5) After adding a bunch of new tasks, it’s time to prioritize each one by placing it in the appropriate list. Simply click and drag the card with the task you’d like to prioritize and move it to the appropriate list. If your lists span beyond the edge of your screen, you can simply hover on the screen’s edge and watch the board traverse in that direction, allowing you to place the card in the list of your choosing. You can also grab and drag the screen in any direction you choose.
6) The one essential habit you must form for this—or any other task management system— to work is to perform a review of your tasks board each morning. Ryan Carson recommends taking 19 minutes to start every day organizing your to-dos. “Limiting this to 19 minutes,” he says, “keeps you focused and ensures you don’t spend all your time prioritizing instead of doing.” First, add any meetings or calls on your calendar that day to Today with a precursor (M) for meetings and (C) for calls, along with the time. Then, relocate new Incoming tasks to the appropriate list. Review This Week to determine which tasks should be completed Today. Then, review Later to see which tasks should be bumped up to This Week and scan Waiting On to determine if you need to nudge someone else. Only keep tasks that were completed for a single day in the Done list, purging this list each morning by either moving the task to Waiting On or archiving the task. You can archive individual tasks by clicking on the card’s drop down, or you can “Archive All Cards in This List” by hitting the list’s dropdown in the upper right-hand corner.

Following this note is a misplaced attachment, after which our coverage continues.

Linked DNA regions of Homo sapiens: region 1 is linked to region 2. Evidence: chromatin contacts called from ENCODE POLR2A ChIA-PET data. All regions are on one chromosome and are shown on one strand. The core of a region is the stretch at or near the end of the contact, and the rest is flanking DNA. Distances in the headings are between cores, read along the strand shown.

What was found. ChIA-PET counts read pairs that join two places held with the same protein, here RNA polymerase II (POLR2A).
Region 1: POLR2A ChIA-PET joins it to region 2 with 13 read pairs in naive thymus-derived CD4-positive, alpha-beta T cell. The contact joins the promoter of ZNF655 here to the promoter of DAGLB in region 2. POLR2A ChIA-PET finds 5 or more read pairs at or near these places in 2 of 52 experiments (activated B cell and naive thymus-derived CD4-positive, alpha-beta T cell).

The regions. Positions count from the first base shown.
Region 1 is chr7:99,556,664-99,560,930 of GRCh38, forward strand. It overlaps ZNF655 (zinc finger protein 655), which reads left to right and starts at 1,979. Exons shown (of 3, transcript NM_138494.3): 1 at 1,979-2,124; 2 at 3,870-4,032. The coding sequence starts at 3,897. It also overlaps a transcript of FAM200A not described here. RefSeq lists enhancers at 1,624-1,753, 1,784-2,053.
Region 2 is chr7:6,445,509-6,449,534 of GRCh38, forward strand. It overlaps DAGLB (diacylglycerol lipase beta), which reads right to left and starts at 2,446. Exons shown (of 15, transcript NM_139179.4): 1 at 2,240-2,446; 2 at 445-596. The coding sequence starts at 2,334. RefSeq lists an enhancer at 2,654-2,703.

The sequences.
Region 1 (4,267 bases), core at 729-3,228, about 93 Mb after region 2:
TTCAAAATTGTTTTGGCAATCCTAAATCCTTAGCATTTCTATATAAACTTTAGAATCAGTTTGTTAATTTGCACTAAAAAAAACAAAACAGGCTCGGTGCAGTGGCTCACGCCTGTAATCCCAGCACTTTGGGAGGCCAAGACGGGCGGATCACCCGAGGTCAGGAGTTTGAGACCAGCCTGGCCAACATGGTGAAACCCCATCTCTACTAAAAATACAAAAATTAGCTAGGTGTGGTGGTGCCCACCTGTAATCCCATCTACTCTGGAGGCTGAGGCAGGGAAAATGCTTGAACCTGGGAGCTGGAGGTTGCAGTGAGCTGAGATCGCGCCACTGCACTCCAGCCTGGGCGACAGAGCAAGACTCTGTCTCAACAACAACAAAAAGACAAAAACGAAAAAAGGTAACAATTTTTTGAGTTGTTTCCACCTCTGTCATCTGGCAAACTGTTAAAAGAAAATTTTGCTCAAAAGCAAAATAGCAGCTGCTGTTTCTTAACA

7) Now, the fun part—getting things Done. If you spent 19 minutes reviewing your board in the morning, you shouldn’t need to look at any lists except for Today and Done for the remainder of the day. Throughout the course of your day, move completed cards to Done and reprioritize Today, leaving the next action to be performed at the top.
One of the perpetual faux-tasks that leads many of us astray from the completion of actual tasks is our email. As Claire Diaz-Ortiz reminded me this week, “Email isn’t work.” It certainly feels like it, but email is more a conduit leading us to tasks than a task in itself. Your email inbox is also a horrendous task management venue because it distracts us from the next task on our priority list, but we do often send and receive tasks through email, so Trello provides us with an answer:
Hit “Show sidebar” in the top right of your Trello screen; under the Menu header, click on Settings, then click on Email settings. This will allow you to copy and paste a specific email address that will send emailed tasks from your inbox to the board and list of your choosing. (Be sure to create a contact for that email address—something like Trello Tasks—and you won’t have to remember the email address.)
Trello is intended to be an interactive project management solution for groups, but it has become my highly-individualized, personal task management system of choice. The interactive, visual nature of Trello is what attracted me to it and has kept me using it, but the best part about it is that you can create your OWN system within Trello. Once you do, or if you already have, I’d love to hear about it.